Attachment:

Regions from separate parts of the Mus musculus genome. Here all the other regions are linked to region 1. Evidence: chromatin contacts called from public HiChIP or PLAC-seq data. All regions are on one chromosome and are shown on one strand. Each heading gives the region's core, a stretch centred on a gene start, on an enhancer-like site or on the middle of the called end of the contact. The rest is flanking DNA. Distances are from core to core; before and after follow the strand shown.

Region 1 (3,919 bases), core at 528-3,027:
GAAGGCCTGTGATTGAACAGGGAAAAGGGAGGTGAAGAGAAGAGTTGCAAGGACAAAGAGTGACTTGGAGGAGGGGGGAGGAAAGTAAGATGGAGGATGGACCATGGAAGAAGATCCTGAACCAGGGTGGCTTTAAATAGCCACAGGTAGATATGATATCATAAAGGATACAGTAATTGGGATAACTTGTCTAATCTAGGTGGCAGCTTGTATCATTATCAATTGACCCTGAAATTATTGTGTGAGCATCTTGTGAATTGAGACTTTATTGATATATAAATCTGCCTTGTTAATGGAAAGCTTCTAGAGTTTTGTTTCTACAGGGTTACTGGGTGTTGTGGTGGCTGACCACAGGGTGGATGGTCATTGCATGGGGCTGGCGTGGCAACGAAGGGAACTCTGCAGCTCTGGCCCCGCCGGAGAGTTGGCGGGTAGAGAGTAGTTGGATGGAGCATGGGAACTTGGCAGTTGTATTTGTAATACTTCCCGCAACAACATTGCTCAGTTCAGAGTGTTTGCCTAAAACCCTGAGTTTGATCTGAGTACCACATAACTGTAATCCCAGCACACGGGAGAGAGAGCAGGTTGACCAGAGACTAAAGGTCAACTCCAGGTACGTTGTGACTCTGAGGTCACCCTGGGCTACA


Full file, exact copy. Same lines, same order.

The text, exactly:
Regions from separate parts of the Mus musculus genome. Here all the other regions are linked to region 1. Evidence: chromatin contacts called from public HiChIP or PLAC-seq data. All regions are on one chromosome and are shown on one strand. Each heading gives the region's core, a stretch centred on a gene start, on an enhancer-like site or on the middle of the called end of the contact. The rest is flanking DNA. Distances are from core to core; before and after follow the strand shown.

Region 1 (3,919 bases), core at 528-3,027:
GAAGGCCTGTGATTGAACAGGGAAAAGGGAGGTGAAGAGAAGAGTTGCAAGGACAAAGAGTGACTTGGAGGAGGGGGGAGGAAAGTAAGATGGAGGATGGACCATGGAAGAAGATCCTGAACCAGGGTGGCTTTAAATAGCCACAGGTAGATATGATATCATAAAGGATACAGTAATTGGGATAACTTGTCTAATCTAGGTGGCAGCTTGTATCATTATCAATTGACCCTGAAATTATTGTGTGAGCATCTTGTGAATTGAGACTTTATTGATATATAAATCTGCCTTGTTAATGGAAAGCTTCTAGAGTTTTGTTTCTACAGGGTTACTGGGTGTTGTGGTGGCTGACCACAGGGTGGATGGTCATTGCATGGGGCTGGCGTGGCAACGAAGGGAACTCTGCAGCTCTGGCCCCGCCGGAGAGTTGGCGGGTAGAGAGTAGTTGGATGGAGCATGGGAACTTGGCAGTTGTATTTGTAATACTTCCCGCAACAACATTGCTCAGTTCAGAGTGTTTGCCTAAAACCCTGAGTTTGATCTGAGTACCACATAACTGTAATCCCAGCACACGGGAGAGAGAGCAGGTTGACCAGAGACTAAAGGTCAACTCCAGGTACGTTGTGACTCTGAGGTCACCCTGGGCTACA